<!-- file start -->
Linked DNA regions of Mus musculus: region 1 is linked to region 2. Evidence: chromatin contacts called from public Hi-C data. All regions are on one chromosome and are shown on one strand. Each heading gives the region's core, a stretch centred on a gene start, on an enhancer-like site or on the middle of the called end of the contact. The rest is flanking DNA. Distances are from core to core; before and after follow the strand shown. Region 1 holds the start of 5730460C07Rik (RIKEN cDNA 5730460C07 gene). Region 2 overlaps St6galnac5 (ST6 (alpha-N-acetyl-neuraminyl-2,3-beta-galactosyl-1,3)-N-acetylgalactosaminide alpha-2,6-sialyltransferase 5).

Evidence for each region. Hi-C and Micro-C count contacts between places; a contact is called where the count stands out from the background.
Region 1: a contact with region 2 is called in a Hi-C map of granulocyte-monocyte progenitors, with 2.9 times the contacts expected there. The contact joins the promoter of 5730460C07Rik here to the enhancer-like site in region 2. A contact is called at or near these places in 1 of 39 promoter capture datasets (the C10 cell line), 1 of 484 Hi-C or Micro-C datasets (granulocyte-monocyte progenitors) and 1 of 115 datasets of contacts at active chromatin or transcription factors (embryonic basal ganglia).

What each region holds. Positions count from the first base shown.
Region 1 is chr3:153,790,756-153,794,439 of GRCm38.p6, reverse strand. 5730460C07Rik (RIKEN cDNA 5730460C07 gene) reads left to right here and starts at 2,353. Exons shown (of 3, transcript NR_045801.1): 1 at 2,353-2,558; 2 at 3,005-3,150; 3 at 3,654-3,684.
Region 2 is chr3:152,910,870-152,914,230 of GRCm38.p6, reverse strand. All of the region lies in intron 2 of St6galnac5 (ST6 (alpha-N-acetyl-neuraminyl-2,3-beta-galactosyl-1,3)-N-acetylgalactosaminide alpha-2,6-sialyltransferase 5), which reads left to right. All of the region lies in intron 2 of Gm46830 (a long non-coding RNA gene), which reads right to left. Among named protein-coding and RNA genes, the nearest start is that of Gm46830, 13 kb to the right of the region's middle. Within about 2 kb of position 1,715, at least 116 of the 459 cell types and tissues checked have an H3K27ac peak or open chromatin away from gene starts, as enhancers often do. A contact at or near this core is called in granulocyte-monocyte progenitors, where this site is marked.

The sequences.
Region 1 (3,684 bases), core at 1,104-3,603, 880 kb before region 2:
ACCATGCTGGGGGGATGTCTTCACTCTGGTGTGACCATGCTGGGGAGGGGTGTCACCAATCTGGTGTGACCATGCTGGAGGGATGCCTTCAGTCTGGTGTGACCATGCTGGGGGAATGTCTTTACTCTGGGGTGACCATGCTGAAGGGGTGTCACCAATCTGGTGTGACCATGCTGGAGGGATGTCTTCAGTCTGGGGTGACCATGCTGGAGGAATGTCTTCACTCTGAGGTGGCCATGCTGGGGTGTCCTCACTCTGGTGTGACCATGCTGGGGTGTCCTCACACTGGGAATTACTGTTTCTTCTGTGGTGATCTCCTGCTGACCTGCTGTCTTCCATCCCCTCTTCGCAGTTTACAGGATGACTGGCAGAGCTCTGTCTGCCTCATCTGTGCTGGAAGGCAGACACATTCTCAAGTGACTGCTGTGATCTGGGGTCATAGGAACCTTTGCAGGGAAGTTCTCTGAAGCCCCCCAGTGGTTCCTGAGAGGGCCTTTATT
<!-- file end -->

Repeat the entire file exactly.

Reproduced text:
Linked DNA regions of Mus musculus: region 1 is linked to region 2. Evidence: chromatin contacts called from public Hi-C data. All regions are on one chromosome and are shown on one strand. Each heading gives the region's core, a stretch centred on a gene start, on an enhancer-like site or on the middle of the called end of the contact. The rest is flanking DNA. Distances are from core to core; before and after follow the strand shown. Region 1 holds the start of 5730460C07Rik (RIKEN cDNA 5730460C07 gene). Region 2 overlaps St6galnac5 (ST6 (alpha-N-acetyl-neuraminyl-2,3-beta-galactosyl-1,3)-N-acetylgalactosaminide alpha-2,6-sialyltransferase 5).

Evidence for each region. Hi-C and Micro-C count contacts between places; a contact is called where the count stands out from the background.
Region 1: a contact with region 2 is called in a Hi-C map of granulocyte-monocyte progenitors, with 2.9 times the contacts expected there. The contact joins the promoter of 5730460C07Rik here to the enhancer-like site in region 2. A contact is called at or near these places in 1 of 39 promoter capture datasets (the C10 cell line), 1 of 484 Hi-C or Micro-C datasets (granulocyte-monocyte progenitors) and 1 of 115 datasets of contacts at active chromatin or transcription factors (embryonic basal ganglia).

What each region holds. Positions count from the first base shown.
Region 1 is chr3:153,790,756-153,794,439 of GRCm38.p6, reverse strand. 5730460C07Rik (RIKEN cDNA 5730460C07 gene) reads left to right here and starts at 2,353. Exons shown (of 3, transcript NR_045801.1): 1 at 2,353-2,558; 2 at 3,005-3,150; 3 at 3,654-3,684.
Region 2 is chr3:152,910,870-152,914,230 of GRCm38.p6, reverse strand. All of the region lies in intron 2 of St6galnac5 (ST6 (alpha-N-acetyl-neuraminyl-2,3-beta-galactosyl-1,3)-N-acetylgalactosaminide alpha-2,6-sialyltransferase 5), which reads left to right. All of the region lies in intron 2 of Gm46830 (a long non-coding RNA gene), which reads right to left. Among named protein-coding and RNA genes, the nearest start is that of Gm46830, 13 kb to the right of the region's middle. Within about 2 kb of position 1,715, at least 116 of the 459 cell types and tissues checked have an H3K27ac peak or open chromatin away from gene starts, as enhancers often do. A contact at or near this core is called in granulocyte-monocyte progenitors, where this site is marked.

The sequences.
Region 1 (3,684 bases), core at 1,104-3,603, 880 kb before region 2:
ACCATGCTGGGGGGATGTCTTCACTCTGGTGTGACCATGCTGGGGAGGGGTGTCACCAATCTGGTGTGACCATGCTGGAGGGATGCCTTCAGTCTGGTGTGACCATGCTGGGGGAATGTCTTTACTCTGGGGTGACCATGCTGAAGGGGTGTCACCAATCTGGTGTGACCATGCTGGAGGGATGTCTTCAGTCTGGGGTGACCATGCTGGAGGAATGTCTTCACTCTGAGGTGGCCATGCTGGGGTGTCCTCACTCTGGTGTGACCATGCTGGGGTGTCCTCACACTGGGAATTACTGTTTCTTCTGTGGTGATCTCCTGCTGACCTGCTGTCTTCCATCCCCTCTTCGCAGTTTACAGGATGACTGGCAGAGCTCTGTCTGCCTCATCTGTGCTGGAAGGCAGACACATTCTCAAGTGACTGCTGTGATCTGGGGTCATAGGAACCTTTGCAGGGAAGTTCTCTGAAGCCCCCCAGTGGTTCCTGAGAGGGCCTTTATT